"There are very few moments in our lives where we have the privilege of witnessing history taking place," Obama said. "This is one of those moments."
The anti-government protesters' voices "have been heard and their country will never be the same," Obama said.
Mubarak, 82, announced he would resign Friday, one day after he said he would remain in office until after elections are conducted in September. Anti-government protesters have been demonstrating since Jan. 25, seeking Mubarak's ouster.
Obama pledged the United States would be a partner for Egypt and provide assistance if asked.
The ouster of Mubarak didn't mark the end of a transition, but a beginning that would experience difficulties along the way, Obama said.
"I am confident the people of Egypt can (find) the answers … peacefully and constructively," Obama said. "Nothing less than genuine democracy will carry the day."
The Supreme Council of Egyptian Armed Forces, which Obama said served responsibility as a caretaker of the people, must ensure the transition is credible now that Mubarak designated it to run the country.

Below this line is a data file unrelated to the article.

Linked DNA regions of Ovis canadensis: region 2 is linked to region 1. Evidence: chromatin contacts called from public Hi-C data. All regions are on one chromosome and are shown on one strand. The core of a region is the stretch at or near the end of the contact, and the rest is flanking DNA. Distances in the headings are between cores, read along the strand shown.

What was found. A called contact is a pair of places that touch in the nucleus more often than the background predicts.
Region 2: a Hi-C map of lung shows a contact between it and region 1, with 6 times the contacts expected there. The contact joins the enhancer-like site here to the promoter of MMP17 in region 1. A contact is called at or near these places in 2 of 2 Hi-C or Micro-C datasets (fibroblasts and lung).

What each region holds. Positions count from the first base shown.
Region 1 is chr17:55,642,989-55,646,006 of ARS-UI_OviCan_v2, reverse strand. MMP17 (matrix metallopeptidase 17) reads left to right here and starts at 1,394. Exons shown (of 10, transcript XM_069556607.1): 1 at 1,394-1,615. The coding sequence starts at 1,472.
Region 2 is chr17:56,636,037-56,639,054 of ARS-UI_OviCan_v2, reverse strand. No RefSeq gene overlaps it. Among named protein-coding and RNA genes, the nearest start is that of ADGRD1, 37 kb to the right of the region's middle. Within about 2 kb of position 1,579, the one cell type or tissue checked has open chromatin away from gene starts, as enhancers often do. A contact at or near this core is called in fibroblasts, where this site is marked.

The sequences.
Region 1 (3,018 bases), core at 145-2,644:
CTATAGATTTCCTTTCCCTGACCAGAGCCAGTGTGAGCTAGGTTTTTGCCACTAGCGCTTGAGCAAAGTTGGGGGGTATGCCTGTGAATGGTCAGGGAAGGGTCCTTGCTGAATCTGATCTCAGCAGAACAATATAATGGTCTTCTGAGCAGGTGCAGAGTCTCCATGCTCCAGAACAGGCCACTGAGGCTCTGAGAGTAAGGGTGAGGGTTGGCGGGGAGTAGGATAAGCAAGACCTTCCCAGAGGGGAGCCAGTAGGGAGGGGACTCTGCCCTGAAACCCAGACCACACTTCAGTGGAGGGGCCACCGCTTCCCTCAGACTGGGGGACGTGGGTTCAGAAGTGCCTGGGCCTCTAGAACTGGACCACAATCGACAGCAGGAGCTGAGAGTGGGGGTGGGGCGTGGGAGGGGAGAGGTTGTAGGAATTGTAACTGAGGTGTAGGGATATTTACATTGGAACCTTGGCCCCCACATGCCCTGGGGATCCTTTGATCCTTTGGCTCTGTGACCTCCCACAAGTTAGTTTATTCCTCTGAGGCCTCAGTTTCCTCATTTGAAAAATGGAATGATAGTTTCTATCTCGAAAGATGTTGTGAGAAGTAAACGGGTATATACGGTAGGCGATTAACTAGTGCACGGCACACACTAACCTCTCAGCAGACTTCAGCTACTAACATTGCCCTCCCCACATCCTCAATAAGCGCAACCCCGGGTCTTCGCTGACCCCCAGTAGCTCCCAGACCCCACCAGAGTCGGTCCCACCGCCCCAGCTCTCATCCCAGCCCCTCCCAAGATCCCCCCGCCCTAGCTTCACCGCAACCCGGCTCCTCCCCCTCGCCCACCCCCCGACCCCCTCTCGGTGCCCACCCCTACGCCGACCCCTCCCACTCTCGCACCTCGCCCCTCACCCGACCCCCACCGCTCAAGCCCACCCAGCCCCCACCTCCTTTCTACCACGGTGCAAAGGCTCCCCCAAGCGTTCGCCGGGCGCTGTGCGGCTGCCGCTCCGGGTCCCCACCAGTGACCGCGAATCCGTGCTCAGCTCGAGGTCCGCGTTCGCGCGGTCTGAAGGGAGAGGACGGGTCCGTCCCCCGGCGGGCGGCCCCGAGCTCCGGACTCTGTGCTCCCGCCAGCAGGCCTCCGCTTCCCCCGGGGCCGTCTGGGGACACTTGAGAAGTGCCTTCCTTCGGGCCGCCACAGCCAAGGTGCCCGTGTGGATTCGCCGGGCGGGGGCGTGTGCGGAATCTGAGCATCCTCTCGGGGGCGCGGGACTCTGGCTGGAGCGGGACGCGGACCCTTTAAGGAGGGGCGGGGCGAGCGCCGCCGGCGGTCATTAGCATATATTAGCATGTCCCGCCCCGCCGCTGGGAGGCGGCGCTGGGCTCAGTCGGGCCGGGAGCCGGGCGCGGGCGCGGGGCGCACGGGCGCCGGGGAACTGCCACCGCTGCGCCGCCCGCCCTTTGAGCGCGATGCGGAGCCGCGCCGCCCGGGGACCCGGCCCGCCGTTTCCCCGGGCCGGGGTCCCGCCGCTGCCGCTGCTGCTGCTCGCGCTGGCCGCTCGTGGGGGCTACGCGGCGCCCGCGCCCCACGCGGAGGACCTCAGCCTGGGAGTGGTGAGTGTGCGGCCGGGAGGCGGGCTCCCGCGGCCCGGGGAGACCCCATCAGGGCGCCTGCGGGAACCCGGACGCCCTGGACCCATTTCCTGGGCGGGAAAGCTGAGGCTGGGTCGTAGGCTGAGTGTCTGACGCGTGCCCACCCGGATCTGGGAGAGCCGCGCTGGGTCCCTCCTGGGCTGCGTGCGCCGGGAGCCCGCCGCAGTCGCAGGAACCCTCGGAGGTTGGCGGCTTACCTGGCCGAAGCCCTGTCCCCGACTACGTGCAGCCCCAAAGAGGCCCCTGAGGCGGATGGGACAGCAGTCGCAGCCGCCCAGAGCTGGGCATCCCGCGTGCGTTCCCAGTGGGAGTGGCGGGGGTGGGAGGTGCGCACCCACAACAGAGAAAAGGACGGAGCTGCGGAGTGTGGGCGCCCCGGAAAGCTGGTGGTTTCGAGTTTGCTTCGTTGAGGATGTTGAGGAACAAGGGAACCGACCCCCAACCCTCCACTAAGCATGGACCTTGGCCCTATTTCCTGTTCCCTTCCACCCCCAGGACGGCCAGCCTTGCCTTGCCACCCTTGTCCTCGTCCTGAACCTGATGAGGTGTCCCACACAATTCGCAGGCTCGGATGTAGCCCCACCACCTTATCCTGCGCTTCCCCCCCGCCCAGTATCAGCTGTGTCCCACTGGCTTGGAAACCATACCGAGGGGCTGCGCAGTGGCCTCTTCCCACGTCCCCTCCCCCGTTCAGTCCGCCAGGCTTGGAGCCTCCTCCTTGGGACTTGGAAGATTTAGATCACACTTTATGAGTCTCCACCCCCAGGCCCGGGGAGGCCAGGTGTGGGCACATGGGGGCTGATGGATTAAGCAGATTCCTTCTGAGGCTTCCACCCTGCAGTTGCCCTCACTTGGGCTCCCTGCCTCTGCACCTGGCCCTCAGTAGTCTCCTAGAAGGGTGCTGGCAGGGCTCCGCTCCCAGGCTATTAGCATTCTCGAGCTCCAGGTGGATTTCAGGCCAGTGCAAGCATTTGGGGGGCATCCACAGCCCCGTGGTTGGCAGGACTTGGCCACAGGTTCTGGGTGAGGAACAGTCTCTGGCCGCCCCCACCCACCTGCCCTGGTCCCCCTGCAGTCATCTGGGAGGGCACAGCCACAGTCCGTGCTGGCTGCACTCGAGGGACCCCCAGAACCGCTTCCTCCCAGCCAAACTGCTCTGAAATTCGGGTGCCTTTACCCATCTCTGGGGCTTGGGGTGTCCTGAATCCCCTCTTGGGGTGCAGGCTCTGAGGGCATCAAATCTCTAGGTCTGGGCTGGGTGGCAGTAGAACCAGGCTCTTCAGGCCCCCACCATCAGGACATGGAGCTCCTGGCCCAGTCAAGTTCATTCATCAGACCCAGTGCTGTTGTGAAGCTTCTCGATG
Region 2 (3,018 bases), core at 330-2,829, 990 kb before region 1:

The council will be tasked with making changes that are irreversible and providing a "clear path to elections that are free and fair," Obama said.
He said the spirit of peaceful protests "can serve as a powerful wind" and expressed hope that the enthusiasm, ingenuity and spirit of Egypt's youth could be harnessed to help create jobs as the country moves forward.
The events in Egypt are a testament to "the power of human dignity" and the peacefulness put "the lie to the idea that justice is best gained through violence," Obama said.
"Non-violence (is) the moral force that bent the arc of history toward justice once more," Obama said. "The entire world has taken note."
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